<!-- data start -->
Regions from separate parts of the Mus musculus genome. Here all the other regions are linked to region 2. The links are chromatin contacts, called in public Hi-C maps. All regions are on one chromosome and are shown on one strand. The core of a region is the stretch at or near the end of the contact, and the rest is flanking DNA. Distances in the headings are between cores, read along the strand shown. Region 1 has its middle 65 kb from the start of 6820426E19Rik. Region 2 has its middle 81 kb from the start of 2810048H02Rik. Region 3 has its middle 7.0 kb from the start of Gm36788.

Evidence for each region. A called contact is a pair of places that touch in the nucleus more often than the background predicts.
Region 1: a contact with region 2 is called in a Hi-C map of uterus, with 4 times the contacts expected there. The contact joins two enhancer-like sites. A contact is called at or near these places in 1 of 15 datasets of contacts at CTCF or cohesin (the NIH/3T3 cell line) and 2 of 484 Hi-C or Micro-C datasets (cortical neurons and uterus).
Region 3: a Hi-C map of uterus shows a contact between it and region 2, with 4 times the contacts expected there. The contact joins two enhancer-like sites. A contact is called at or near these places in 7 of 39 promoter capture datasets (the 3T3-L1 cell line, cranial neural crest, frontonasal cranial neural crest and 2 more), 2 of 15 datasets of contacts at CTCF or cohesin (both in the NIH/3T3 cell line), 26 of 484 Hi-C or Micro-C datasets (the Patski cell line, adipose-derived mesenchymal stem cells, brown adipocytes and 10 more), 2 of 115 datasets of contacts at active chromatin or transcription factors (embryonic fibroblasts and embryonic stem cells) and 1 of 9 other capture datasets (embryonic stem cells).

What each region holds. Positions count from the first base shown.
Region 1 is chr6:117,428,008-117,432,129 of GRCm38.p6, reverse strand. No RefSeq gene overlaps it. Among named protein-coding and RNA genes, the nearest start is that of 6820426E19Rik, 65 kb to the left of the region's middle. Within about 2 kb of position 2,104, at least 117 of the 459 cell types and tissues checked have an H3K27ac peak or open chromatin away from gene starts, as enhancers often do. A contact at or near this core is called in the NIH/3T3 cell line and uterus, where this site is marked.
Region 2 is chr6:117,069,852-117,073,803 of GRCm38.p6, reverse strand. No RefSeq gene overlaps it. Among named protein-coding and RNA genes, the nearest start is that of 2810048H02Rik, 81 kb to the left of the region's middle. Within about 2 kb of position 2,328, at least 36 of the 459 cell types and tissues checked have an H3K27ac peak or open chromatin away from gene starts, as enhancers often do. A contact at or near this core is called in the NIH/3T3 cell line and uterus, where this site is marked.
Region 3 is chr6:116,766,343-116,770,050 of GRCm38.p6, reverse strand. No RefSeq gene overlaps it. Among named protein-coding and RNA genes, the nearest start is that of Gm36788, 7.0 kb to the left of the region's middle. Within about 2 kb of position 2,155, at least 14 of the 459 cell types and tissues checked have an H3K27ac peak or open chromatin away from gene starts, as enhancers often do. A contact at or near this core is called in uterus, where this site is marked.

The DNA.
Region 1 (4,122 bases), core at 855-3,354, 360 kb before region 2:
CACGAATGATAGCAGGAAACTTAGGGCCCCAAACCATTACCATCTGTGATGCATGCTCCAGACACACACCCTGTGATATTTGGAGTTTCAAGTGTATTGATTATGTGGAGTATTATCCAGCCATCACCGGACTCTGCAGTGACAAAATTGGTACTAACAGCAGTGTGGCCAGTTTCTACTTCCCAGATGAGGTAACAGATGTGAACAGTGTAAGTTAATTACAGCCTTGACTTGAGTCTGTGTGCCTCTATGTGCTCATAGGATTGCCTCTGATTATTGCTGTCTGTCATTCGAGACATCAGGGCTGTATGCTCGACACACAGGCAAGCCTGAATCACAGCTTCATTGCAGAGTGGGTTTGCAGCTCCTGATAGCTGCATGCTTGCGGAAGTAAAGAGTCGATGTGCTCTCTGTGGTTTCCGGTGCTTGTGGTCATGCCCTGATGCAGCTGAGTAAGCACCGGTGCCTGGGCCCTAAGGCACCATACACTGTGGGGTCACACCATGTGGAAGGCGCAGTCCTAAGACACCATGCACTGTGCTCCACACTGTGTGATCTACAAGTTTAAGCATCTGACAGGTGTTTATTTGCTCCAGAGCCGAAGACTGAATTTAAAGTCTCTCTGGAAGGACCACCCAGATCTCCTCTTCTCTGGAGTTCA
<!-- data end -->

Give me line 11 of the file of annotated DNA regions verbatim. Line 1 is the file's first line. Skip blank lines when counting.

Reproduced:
CACGAATGATAGCAGGAAACTTAGGGCCCCAAACCATTACCATCTGTGATGCATGCTCCAGACACACACCCTGTGATATTTGGAGTTTCAAGTGTATTGATTATGTGGAGTATTATCCAGCCATCACCGGACTCTGCAGTGACAAAATTGGTACTAACAGCAGTGTGGCCAGTTTCTACTTCCCAGATGAGGTAACAGATGTGAACAGTGTAAGTTAATTACAGCCTTGACTTGAGTCTGTGTGCCTCTATGTGCTCATAGGATTGCCTCTGATTATTGCTGTCTGTCATTCGAGACATCAGGGCTGTATGCTCGACACACAGGCAAGCCTGAATCACAGCTTCATTGCAGAGTGGGTTTGCAGCTCCTGATAGCTGCATGCTTGCGGAAGTAAAGAGTCGATGTGCTCTCTGTGGTTTCCGGTGCTTGTGGTCATGCCCTGATGCAGCTGAGTAAGCACCGGTGCCTGGGCCCTAAGGCACCATACACTGTGGGGTCACACCATGTGGAAGGCGCAGTCCTAAGACACCATGCACTGTGCTCCACACTGTGTGATCTACAAGTTTAAGCATCTGACAGGTGTTTATTTGCTCCAGAGCCGAAGACTGAATTTAAAGTCTCTCTGGAAGGACCACCCAGATCTCCTCTTCTCTGGAGTTCA